The members of Al-Anon and Alateen understand how it feels to come to a meeting for the first time. Since there may be a few things you are wondering about, we would like to share with you some answers to often-asked questions about the group and what happens at our meetings.

What is Al-Anon?

A worldwide organization that offers a self-help recovery program for the families and friends of alcoholics whether or not the alcoholic seeks help or even recognizes the existence of a drinking problem. Members give and receive comfort and understanding through a mutual exchange of experiences, strength and hope. Sharing of similar problems binds individuals and groups together in a bond that is protected by a policy of anonymity.

What Al-Anon is Not

A religious organization or a counseling agency. It is not a treatment center nor is it allied with any other organization offering such services. Al-Anon Family Groups, which includes Alateen for teenage members, neither express opinions on outside issues nor endorse outside enterprises. No dues or fees are required. Membership is voluntary, requiring only that one’s own life has been adversely affected by someone else’s drinking problem.

What Do You Learn in Al-Anon?

  • Not to suffer because of the actions or reactions of other people;

  • Not to allow ourselves to be used or abused by others in the interest of another’s recovery;

  • Not to do for others what they could do for themselves;

  • Not to manipulate situations so others will eat, go to bed, get up, pay bills, not drink;

  • Not to cover up for anyone’s mistakes or misdeeds;

  • Not to create a crisis;

  • Not to prevent a crisis if it is in the natural course of events.

Who Are the Members of Al-Anon?

Members are all kinds of people from all walks of life: wives, husbands, lovers, sisters, brothers, children and parents of alcoholics. No matter what our relationship has been with a problem drinker, we share a common bond: we feel our lives have been deeply affected by another person's drinking. We meet together to share our experience, strength and hope.

How Will Al-Anon Help Me?

You will probably hear about a situation much like your own. If you don't find someone with the same set of circumstances, you may still be able to identify with the way many of us feel about the effects of alcoholism in our lives. We are all individuals striving to become the best people we can, each in our own way. That way is not the same for each of us, but there is help for everyone whose problem is alcoholism in others.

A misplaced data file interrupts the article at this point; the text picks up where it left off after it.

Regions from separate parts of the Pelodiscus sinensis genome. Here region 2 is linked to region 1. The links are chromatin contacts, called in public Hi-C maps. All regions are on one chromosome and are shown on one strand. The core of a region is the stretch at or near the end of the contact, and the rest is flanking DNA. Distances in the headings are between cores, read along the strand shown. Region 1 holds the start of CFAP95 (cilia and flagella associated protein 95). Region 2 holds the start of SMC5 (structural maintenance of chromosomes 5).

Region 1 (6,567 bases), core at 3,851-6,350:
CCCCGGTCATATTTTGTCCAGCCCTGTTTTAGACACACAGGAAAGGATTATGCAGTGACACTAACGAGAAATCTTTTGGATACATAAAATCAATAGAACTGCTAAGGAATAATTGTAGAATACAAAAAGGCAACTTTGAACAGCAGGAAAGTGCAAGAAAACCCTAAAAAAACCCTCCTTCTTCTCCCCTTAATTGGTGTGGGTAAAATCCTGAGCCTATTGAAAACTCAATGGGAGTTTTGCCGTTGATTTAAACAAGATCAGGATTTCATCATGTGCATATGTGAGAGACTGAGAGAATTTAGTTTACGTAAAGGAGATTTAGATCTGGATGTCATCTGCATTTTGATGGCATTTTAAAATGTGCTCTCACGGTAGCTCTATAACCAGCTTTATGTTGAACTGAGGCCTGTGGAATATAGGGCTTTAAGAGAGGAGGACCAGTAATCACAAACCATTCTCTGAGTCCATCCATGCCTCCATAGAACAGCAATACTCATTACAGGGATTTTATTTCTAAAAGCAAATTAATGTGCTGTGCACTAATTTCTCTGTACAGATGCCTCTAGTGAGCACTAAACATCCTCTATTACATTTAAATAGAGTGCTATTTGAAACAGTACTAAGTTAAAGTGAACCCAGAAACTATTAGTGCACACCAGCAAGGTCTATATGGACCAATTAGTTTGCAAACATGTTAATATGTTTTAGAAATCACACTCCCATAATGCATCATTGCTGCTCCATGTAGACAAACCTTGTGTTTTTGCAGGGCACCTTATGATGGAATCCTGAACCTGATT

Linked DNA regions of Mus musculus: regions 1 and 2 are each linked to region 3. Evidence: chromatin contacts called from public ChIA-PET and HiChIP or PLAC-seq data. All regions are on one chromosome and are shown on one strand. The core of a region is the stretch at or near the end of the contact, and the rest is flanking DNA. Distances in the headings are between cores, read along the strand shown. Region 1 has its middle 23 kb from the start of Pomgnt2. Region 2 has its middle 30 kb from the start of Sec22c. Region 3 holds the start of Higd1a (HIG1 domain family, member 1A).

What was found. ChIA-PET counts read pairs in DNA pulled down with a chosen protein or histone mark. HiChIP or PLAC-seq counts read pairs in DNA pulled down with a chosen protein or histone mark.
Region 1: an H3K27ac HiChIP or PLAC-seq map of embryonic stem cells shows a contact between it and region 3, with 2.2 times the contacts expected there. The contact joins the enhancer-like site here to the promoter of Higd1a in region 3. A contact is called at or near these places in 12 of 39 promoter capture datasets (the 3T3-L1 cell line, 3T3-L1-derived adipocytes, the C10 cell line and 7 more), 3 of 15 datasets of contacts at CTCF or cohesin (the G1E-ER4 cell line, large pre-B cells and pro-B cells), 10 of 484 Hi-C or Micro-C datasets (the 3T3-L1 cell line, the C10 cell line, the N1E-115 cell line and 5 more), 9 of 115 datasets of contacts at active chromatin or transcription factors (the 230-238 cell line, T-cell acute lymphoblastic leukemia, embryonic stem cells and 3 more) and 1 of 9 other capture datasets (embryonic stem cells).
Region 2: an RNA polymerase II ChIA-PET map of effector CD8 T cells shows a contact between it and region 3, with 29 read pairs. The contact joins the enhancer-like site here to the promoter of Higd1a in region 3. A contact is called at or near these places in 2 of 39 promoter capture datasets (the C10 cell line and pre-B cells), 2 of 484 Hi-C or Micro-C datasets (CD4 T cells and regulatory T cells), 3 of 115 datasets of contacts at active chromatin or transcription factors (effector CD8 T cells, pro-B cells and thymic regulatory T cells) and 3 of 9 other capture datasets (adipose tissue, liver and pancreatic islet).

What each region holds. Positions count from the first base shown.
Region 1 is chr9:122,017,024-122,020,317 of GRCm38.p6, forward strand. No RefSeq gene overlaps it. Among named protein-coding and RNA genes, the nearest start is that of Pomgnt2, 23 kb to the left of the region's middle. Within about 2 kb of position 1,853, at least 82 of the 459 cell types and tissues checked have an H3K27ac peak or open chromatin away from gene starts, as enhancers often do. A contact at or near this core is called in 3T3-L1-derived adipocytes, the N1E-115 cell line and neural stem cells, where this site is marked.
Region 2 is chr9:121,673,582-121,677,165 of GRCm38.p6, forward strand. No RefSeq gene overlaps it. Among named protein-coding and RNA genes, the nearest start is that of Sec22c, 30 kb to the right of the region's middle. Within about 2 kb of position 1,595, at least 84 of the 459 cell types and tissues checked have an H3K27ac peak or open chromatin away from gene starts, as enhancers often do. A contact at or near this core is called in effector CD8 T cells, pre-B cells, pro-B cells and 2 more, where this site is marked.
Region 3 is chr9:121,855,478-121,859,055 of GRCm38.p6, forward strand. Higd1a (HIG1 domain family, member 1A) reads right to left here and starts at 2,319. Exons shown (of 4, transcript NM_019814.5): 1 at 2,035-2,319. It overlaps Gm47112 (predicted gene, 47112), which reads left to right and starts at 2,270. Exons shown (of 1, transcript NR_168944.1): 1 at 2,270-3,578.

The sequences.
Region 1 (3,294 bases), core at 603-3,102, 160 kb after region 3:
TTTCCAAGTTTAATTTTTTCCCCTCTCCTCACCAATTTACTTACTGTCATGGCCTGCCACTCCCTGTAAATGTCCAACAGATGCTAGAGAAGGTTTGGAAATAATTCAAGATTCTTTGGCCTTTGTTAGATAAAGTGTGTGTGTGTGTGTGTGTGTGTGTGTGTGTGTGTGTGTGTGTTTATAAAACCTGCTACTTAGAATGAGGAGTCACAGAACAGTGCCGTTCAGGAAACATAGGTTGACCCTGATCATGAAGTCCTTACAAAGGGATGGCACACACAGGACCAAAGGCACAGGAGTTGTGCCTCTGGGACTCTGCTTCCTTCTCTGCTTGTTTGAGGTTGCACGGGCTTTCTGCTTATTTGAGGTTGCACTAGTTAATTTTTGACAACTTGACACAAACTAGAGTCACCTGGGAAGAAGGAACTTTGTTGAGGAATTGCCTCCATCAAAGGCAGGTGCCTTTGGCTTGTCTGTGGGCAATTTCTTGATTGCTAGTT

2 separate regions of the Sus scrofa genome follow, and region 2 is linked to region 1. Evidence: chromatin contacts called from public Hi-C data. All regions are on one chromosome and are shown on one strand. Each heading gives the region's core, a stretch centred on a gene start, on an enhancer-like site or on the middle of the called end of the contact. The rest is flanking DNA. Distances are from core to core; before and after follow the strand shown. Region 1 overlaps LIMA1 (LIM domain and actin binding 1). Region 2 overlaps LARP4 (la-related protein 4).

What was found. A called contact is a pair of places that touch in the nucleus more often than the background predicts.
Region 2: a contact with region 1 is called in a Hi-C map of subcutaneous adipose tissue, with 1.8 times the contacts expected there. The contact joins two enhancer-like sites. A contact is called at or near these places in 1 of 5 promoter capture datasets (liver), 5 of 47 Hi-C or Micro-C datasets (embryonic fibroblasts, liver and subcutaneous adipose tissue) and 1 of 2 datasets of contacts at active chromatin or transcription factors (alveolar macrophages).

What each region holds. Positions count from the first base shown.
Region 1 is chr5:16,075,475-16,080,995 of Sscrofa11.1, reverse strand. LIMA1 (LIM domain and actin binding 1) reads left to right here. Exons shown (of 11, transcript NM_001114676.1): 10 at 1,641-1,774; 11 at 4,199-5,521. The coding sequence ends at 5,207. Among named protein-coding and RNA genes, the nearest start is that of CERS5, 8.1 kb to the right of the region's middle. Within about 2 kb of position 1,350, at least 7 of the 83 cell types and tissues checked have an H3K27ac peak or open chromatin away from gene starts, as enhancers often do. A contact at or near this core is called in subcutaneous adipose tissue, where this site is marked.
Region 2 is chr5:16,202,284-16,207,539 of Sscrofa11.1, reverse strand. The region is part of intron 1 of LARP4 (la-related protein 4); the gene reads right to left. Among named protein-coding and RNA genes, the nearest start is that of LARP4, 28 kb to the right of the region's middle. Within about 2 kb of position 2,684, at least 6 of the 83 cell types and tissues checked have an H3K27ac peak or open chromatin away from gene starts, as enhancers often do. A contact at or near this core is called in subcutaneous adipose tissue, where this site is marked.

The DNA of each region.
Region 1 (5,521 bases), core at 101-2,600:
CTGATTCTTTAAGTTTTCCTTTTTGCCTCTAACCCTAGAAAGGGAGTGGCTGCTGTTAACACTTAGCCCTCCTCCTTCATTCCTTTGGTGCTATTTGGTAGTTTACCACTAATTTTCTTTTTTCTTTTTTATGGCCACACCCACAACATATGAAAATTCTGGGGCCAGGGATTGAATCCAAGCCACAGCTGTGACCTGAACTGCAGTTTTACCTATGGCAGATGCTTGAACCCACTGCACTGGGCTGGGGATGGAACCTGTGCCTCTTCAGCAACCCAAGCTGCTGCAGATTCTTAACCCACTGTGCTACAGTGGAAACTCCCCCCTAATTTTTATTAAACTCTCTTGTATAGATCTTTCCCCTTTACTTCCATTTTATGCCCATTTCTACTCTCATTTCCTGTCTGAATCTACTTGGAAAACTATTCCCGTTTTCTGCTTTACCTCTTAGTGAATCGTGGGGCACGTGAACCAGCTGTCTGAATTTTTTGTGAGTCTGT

Will Anyone Say That They Saw Me There?

Anonymity is the spiritual foundation of our program. It provides a safe place for members to share. We use first names and last initials. We do not talk about the people we see, or repeat what we hear at meetings. We guard the anonymity of all Al-Anon / Alateen and AA members.

Is Al-Anon a Religious Fellowship?

Al-Anon is a spiritual fellowship, not a religious one. Members of any faith, or none at all, are welcome and we make it a point to avoid discussion of specific religious beliefs. The Al-Anon program is based on the spiritual idea that we can depend on a "Power greater than ourselves" for help in solving our problems and achieving peace of mind. We are free to define that power in our own terms and in our own way.

Does Al-Anon Have Professional Counselors or Therapists?

Al-Anon offers a non-professional self-help program of recovery.

Will Al-Anon Recommend Treatment Centers?

Because we are non-professional we do not recommend sources of outside help. Through sharing of our personal experiences, members gain insight into dealing with their own situations.

Who is Responsible for the Group?

We all are. We elect group officers to serve for short periods of time, perhaps three months to a year. In giving service to Al-Anon, as part of our recovery program, members volunteer to lead meetings, set up the room, display the literature and fill other group needs. At an Institutions or beginners group, experienced members lead the meeting.

How Many Groups Are There?

There are thousands of Al-Anon and Alateen groups in more than 110 countries around the world. We are tied together through a World Service Office (WSO) in Virginia Beach, Virginia, USA, which acts as a clearinghouse for ideas and service. In the U.S. and Canada each group belongs to a geographic district, area and region. Group representatives in an area meet and elect delegates to the annual World Service Conference.

How Much Does it Cost?

There are no dues or fees to join an Al-Anon or Alateen group. Most groups do pass a basket at meetings and we put in what we can afford to contribute on a voluntary basis. We use the money to pay for the rent for a meeting place, to provide Al-Anon Conference Approved Literature for the group, to buy refreshments, and to support our local, area, and world-wide service centers.I

I Want to Find Out More, Now What Do I Do?

We Al-Anon and Alateen members found it helpful to:

  • Obtain a meeting schedule.

  • Go to meetings.

  • Talk to each other before and after meetings.

  • Exchange telephone numbers and e-mail addresses.

  • After awhile, you may wish to find sponsor - an Al-Anon member with whom you can identify, who can guide you in using the program to cope with problems.

  • Read Al-Anon and Alateen books, pamphlets, our monthly magazine, The Forum, and Al-Anon and Alateen newsletters.